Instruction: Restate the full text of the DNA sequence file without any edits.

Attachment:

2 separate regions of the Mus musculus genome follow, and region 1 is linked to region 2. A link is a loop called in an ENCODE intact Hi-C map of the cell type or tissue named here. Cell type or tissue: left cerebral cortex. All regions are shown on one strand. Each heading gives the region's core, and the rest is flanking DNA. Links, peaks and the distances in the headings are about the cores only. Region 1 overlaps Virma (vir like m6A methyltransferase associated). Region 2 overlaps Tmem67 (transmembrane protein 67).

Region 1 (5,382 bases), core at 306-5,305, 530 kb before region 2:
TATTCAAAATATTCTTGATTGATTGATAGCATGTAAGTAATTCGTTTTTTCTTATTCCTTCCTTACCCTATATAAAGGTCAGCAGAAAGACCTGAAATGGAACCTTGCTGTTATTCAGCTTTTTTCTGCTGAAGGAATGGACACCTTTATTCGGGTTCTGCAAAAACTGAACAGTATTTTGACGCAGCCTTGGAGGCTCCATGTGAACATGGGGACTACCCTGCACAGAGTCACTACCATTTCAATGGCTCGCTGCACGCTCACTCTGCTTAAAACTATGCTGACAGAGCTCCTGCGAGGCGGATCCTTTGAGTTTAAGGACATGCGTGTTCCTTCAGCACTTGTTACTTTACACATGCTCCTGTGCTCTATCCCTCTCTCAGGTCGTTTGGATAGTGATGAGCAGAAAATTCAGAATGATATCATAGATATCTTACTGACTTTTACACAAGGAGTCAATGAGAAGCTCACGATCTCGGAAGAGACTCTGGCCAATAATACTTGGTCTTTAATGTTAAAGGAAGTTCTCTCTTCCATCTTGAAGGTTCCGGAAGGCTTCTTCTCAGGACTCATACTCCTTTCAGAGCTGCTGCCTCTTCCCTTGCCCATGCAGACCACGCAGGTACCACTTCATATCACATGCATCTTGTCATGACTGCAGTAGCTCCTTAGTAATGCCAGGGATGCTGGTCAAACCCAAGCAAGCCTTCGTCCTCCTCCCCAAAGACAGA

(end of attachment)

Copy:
2 separate regions of the Mus musculus genome follow, and region 1 is linked to region 2. A link is a loop called in an ENCODE intact Hi-C map of the cell type or tissue named here. Cell type or tissue: left cerebral cortex. All regions are shown on one strand. Each heading gives the region's core, and the rest is flanking DNA. Links, peaks and the distances in the headings are about the cores only. Region 1 overlaps Virma (vir like m6A methyltransferase associated). Region 2 overlaps Tmem67 (transmembrane protein 67).

Region 1 (5,382 bases), core at 306-5,305, 530 kb before region 2:
TATTCAAAATATTCTTGATTGATTGATAGCATGTAAGTAATTCGTTTTTTCTTATTCCTTCCTTACCCTATATAAAGGTCAGCAGAAAGACCTGAAATGGAACCTTGCTGTTATTCAGCTTTTTTCTGCTGAAGGAATGGACACCTTTATTCGGGTTCTGCAAAAACTGAACAGTATTTTGACGCAGCCTTGGAGGCTCCATGTGAACATGGGGACTACCCTGCACAGAGTCACTACCATTTCAATGGCTCGCTGCACGCTCACTCTGCTTAAAACTATGCTGACAGAGCTCCTGCGAGGCGGATCCTTTGAGTTTAAGGACATGCGTGTTCCTTCAGCACTTGTTACTTTACACATGCTCCTGTGCTCTATCCCTCTCTCAGGTCGTTTGGATAGTGATGAGCAGAAAATTCAGAATGATATCATAGATATCTTACTGACTTTTACACAAGGAGTCAATGAGAAGCTCACGATCTCGGAAGAGACTCTGGCCAATAATACTTGGTCTTTAATGTTAAAGGAAGTTCTCTCTTCCATCTTGAAGGTTCCGGAAGGCTTCTTCTCAGGACTCATACTCCTTTCAGAGCTGCTGCCTCTTCCCTTGCCCATGCAGACCACGCAGGTACCACTTCATATCACATGCATCTTGTCATGACTGCAGTAGCTCCTTAGTAATGCCAGGGATGCTGGTCAAACCCAAGCAAGCCTTCGTCCTCCTCCCCAAAGACAGA